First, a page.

All is right again in the Toyota kingdom. The Japanese manufacturer's bread-and-butter sedan, the Camry, has been put back on Consumer Reports' "Recommended" vehicle list, following improved performance in the Insurance Institute for Highway Safety's crash testing.
Thinking about buying a Toyota Prius but can't figure if the initial purchase cost will be offset in the long run enough to make it a smart buy? Then you're probably reading these words on AutoblogGreen and not on Autoblog. But beyond that, Consumer Reports has some good news for you.
Many Toyota vehicles haven't been performing well in the Insurance Institute for Highway Safety's (IIHS) small overlap frontal crash test, and the Camry is one of them. The 2012 and 2013 Camry both received "Poor" ratings, IIHS' lowest rating, in the test, which spurred Consumer Reports to take the car off its "Recommended" list. In response to the low ratings in the small overlap frontal test, and in a bid to maintain its best-seller status, Toyota will make changes to the Camry to improve its
Despite all the bad recent publicity for Tesla, it would appear that its Model S customers remain the happiest of any automaker – or at the very least, they're just likely to respond as such in satisfaction surveys. For its just-released annual owner satisfaction report, Consumer Reports surveyed more than 600 Model S owners, which resulted in the all-electric hatchback receiving a top score of 99 out of 100.
Does it seem that Consumer Reports never has anything nice to say about infotainment systems? Well, the problem could be even worse than you think. After talking to CR, Wards Auto says that problems with infotainment systems could be underreported because some customers don't use the systems to their fullest potential.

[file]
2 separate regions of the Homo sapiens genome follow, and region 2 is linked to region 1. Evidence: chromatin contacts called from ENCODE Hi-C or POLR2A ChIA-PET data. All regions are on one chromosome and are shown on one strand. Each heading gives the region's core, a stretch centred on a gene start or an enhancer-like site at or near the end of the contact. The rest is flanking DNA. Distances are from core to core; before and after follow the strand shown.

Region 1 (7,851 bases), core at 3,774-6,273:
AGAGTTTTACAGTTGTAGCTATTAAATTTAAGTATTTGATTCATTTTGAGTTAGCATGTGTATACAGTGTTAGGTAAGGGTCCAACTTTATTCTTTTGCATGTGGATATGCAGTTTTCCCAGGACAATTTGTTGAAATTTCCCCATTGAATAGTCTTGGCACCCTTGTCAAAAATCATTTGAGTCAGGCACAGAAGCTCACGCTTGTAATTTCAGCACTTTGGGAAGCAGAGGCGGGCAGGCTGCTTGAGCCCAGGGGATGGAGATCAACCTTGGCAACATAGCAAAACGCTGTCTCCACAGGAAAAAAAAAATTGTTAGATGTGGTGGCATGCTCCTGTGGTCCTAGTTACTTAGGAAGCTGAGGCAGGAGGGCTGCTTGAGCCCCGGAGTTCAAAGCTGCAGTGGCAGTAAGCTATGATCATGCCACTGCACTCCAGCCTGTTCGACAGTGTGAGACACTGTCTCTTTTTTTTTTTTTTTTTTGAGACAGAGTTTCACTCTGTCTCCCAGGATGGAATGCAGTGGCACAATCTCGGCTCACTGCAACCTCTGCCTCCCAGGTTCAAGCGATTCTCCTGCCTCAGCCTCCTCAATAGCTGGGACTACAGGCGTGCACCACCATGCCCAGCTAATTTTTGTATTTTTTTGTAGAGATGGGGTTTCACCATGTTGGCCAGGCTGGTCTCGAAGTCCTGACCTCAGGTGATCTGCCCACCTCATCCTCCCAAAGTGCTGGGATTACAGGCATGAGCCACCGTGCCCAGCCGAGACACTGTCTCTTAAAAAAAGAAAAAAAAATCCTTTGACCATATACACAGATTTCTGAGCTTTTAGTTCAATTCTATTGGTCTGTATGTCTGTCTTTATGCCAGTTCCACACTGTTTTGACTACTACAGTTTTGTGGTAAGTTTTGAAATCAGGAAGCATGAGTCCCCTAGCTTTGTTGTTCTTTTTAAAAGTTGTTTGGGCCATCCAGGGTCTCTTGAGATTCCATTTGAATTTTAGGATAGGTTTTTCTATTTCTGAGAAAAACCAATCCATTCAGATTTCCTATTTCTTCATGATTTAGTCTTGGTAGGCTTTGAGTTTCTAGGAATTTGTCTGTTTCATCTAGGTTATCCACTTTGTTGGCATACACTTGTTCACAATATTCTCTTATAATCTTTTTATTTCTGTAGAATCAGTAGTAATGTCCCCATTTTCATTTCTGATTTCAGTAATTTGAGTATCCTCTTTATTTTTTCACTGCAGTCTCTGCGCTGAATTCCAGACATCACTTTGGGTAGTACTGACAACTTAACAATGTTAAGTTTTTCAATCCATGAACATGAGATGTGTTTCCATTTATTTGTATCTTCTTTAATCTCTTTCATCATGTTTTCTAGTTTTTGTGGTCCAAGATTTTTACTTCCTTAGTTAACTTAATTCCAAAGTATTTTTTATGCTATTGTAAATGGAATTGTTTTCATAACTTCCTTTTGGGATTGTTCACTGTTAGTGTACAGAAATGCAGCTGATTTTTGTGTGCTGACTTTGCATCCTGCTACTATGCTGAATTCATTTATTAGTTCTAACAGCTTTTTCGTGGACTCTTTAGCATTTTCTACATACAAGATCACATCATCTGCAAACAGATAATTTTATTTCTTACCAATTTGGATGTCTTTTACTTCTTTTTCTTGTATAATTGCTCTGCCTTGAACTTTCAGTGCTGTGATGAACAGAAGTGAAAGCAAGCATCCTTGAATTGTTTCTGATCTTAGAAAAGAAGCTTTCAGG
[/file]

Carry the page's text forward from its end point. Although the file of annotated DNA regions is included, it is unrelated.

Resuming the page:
How can Consumer Reports give a car a 99 out of 100 rating, call it "the most practical electric car we've ever tested" and still not give it a "Recommended" rating? Because of how that rating gets decided. Basically, when CR tests a vehicle, it also needs more reliability data over time to assign that famous "Recommended" rating. That time has now passed, and the Tesla Model S is, indeed, recommended.
Consumer Reports has released its annual Auto Reliability Rankings, and surprise of surprises, Japan is dominant. Among brands in 2014, Lexus, Toyota and Acura make up the top three marques, while Mazda, Infiniti, Honda and Subaru sit fifth, sixth, eighth, and tenth, respectively. For those keeping track at home, Japan's dominance wasn't complete, though.
Infiniti and Lexus might be a little concerned now that both of their new luxury sedans, the Q50 and IS250, were unable to net Consumer Reports vaunted "Recommended" rating during their first year on the market. In fact, not only did the two fail to earn a "Recommended" rating, they finished behind the vast majority of the competition after testing, including the BMW 328i, Mercedes-Benz C250, Lincoln MKZ and Volvo S60 T5.
Consumer Reports' Consumers Union has joined in a lawsuit filed by Advocates for Highway and Auto Safety, Kids and Cars, Greg Gulbransen, M.D., and Susan Auriemma against the US Department of Transportation, over the department's failure to implement a rule mandating backup cameras in new cars and trucks.